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la-1 Hic usuarius simplici lingua latina conferre potest.
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Apologies for my long absence

The real world intervened excessively...and although I am now back, I will still not editing much, though I shall be mentoring User ddking123, a relative who will often be sharing my internet connection.

Etymology 1

I lived in Birmingham, West Midlands from 1979-82. It is an old city, with a history of many artisans, the "city of 1000 trades". Notable specialities included manufacture of guns and jewellery. When I was there, in the late 20th century, it generated much of its wealth from a wide range of relatively small light and heavy engineering companies. In some areas, it felt as if one vehicle in 100 on the roads was a small mobile crane driving from one works to another to load or unload a heavy item (the works being too small to afford their own cranes). Of course engineering companies make many things other than engines, but Birmingham certainly did produce a lot of engines, some of them rather beautiful. And other trades, eg jewellery, still prospered.

Nonetheless, I was somewhat in awe when I enquired the purpose of a large building the edge of the traditional Jewellery Quarter and was told it was a large-engine earring works -- if the earrings needed a works that big, how large must the engines be! Next, I became somewhat puzzled -- where did the engines wear their earrings -- I hadn't realised engines had ears. But to parody the proponents of the proto-Indo-European language, if many different engine earrings exist, then there must have been common engine *ears to attach them to.

At that point my own proto-linguistic abilities were pressed into use. I knew most engines, particularly large ones, were fitted with lugs, which I had previously assumed were designed for lifting. But then my experience as a Londoner came into play; I realised two things: firstly that many of us referred to ears as lug'oles, and secondly that a particularly cruel teacher had tried to lift a young troublemaker by his ears. Then I remembered, due to my family's NW England connections, that in the Cumbrian language/dialect, ears are indeed called lugs. Several important minerals important to Birmingham manufacturing, including iron and gold, were previously mined in Cumbria. It would seem that the usage of lugs meaning ears travelled with the minerals.

My usage of the name Enginear is intended to publicise this exciting discovery. As Anne Elk said re the Brontosaurus Theory: That is the theory that I have and which is mine.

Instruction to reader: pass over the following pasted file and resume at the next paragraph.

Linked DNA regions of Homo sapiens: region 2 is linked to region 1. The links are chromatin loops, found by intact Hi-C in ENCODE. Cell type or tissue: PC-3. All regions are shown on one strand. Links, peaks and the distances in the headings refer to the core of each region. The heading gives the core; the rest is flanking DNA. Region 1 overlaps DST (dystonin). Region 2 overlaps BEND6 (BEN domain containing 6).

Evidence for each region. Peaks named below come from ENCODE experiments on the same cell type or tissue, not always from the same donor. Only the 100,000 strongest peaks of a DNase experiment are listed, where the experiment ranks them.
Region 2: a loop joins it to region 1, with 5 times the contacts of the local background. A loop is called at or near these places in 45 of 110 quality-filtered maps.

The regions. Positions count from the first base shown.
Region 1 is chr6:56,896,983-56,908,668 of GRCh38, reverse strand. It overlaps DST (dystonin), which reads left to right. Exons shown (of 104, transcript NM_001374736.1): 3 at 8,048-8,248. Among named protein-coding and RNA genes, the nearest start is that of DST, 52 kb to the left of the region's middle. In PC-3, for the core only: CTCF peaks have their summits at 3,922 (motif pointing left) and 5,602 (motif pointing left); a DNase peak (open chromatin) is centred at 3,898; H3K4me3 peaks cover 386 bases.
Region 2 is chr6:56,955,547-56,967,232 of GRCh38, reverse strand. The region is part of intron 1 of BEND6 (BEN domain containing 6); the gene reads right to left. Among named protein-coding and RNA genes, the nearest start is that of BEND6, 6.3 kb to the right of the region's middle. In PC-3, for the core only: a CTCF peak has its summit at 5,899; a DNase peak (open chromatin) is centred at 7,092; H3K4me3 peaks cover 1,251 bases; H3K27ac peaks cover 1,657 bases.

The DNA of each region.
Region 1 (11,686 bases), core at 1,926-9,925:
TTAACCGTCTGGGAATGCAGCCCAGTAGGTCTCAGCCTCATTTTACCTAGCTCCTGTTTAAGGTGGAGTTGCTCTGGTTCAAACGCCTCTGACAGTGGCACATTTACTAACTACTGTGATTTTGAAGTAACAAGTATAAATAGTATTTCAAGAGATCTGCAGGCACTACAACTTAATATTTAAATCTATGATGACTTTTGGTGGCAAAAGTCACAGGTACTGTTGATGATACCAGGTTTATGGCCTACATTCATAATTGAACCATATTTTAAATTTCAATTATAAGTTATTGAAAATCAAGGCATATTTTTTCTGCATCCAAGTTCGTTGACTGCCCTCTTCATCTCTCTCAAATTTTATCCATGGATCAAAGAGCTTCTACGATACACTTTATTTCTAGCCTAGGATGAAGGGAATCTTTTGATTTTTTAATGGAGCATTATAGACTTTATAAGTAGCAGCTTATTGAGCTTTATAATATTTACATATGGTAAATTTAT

Etymology 2

An architect friend of mine uses the name Archietekt. The idea of using an analogue in this digital medium pleased me.


Answers to most names, but has an aversion to being pronounced /dead/.


Enginear (plural uncited)

  1. A Christian.
  2. A husband and father.
  3. An engineer (previously primary definition, but since persuaded to moderate lifestyle).
  4. A would-be linguist, fascinated by how languages mutate, hoping to spend time to find out more when I no longer need to work for a living.
  5. A verbivore (or some would say a verbibore).
  6. Born in Lancashire, brought up in London, of Cumbrian/Irish/London/French extraction.
  7. Lives in London, but has also lived in Cambridge and Birmingham; has travelled to most areas of the UK, several areas of Europe, and embarrassingly few further afield.


Enginear (comparison all too frequent (see Pronunciation), not yet cited as superlative)

  1. To add words (and phrases) that interest me.
  2. To improve existing entries that interest me.
  3. To add/improve words relating to engineering and construction.
  4. To consider adding British English dialect words and pronunciation.
  5. To ensure pronunciations are given for each word in English is Tough Stuff

Proposition and Conjunction


  1. Following a successful proposition, I am conjoined with someone I hope to persuade onto this site in the future (see Noun sense 2).



  1. Just give me bread and water, and a slide rule in my hand, and I'll make it work precisely with a great big rubber band. (Apologies to Albert Hammond).
  2. Noli illegitimi carborundum.



  1. To massage text into excruciating puns.